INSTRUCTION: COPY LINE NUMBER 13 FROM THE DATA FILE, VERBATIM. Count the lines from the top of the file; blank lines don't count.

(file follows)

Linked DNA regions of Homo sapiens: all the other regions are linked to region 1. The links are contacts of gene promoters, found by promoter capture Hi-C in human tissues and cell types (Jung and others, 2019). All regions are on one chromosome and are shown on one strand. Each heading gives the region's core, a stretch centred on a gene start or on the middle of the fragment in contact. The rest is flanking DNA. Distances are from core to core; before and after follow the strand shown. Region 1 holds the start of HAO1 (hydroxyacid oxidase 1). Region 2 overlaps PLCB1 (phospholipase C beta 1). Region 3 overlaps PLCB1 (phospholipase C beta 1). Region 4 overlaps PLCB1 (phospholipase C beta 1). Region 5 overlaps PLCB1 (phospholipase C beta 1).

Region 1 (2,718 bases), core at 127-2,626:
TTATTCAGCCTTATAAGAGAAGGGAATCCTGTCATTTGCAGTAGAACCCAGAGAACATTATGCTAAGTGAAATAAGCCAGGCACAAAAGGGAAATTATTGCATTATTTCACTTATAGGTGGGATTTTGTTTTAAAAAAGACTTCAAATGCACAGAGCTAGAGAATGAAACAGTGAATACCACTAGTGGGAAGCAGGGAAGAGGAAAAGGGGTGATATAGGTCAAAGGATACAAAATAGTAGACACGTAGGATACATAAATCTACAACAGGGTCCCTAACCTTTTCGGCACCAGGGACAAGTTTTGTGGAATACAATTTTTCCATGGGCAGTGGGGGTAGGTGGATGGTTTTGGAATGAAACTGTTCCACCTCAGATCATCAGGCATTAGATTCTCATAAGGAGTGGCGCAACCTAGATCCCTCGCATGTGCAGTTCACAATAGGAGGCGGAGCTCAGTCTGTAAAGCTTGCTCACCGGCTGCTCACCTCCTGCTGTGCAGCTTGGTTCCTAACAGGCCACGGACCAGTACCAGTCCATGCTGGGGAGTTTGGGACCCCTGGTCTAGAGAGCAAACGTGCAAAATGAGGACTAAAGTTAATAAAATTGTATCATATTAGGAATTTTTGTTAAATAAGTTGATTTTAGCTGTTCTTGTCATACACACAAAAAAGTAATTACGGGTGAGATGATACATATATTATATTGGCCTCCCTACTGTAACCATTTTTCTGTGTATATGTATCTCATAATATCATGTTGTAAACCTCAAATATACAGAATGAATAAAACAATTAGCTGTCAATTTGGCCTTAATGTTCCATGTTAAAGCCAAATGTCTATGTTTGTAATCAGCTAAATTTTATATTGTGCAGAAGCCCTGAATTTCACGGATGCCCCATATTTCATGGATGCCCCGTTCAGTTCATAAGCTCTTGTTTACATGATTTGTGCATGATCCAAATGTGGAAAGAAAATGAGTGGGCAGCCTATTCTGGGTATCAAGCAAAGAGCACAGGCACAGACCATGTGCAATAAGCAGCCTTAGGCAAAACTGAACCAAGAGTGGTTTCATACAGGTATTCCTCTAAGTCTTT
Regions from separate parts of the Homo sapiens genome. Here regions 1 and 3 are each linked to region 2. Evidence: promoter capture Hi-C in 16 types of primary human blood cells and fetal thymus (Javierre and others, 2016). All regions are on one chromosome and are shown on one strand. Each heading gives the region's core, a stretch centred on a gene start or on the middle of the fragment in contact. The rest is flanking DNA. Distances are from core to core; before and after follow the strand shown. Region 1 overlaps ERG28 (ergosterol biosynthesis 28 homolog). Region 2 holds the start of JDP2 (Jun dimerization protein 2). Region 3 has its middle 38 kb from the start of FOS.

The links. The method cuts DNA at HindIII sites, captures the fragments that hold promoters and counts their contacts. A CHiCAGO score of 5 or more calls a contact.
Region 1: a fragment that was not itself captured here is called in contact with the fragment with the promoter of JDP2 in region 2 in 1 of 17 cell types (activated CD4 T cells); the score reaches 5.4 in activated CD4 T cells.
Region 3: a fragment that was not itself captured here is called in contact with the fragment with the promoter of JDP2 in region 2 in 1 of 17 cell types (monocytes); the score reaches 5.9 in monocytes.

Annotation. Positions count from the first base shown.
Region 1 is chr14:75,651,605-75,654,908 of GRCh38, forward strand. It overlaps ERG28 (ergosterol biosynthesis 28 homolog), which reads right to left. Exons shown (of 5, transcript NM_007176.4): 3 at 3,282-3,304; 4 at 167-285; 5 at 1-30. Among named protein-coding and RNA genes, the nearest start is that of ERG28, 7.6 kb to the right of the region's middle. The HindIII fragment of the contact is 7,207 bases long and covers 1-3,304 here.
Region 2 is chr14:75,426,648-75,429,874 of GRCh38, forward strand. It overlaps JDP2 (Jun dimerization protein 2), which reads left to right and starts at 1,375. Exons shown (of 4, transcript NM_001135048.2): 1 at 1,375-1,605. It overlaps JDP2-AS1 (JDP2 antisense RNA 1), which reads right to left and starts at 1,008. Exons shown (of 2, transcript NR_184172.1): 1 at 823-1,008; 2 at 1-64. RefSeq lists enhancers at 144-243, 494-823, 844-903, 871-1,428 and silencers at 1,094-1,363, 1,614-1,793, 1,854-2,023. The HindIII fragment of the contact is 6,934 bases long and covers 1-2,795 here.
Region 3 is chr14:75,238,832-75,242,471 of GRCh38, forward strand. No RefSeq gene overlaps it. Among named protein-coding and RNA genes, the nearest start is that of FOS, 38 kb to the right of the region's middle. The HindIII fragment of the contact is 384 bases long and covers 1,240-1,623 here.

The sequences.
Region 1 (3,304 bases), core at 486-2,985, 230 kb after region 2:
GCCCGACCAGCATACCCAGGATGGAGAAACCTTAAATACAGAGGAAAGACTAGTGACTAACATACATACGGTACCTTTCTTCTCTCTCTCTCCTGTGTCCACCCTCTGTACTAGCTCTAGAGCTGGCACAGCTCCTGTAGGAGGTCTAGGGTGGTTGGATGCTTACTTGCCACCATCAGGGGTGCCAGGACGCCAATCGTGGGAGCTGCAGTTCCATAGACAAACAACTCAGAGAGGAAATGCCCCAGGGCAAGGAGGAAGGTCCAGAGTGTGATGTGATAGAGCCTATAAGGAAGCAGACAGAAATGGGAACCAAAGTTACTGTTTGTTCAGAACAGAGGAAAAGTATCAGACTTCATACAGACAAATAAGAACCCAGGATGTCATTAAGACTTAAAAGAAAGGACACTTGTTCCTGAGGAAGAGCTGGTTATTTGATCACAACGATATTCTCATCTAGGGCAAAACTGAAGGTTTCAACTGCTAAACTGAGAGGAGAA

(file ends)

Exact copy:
Region 1 (3,304 bases), core at 486-2,985, 230 kb after region 2: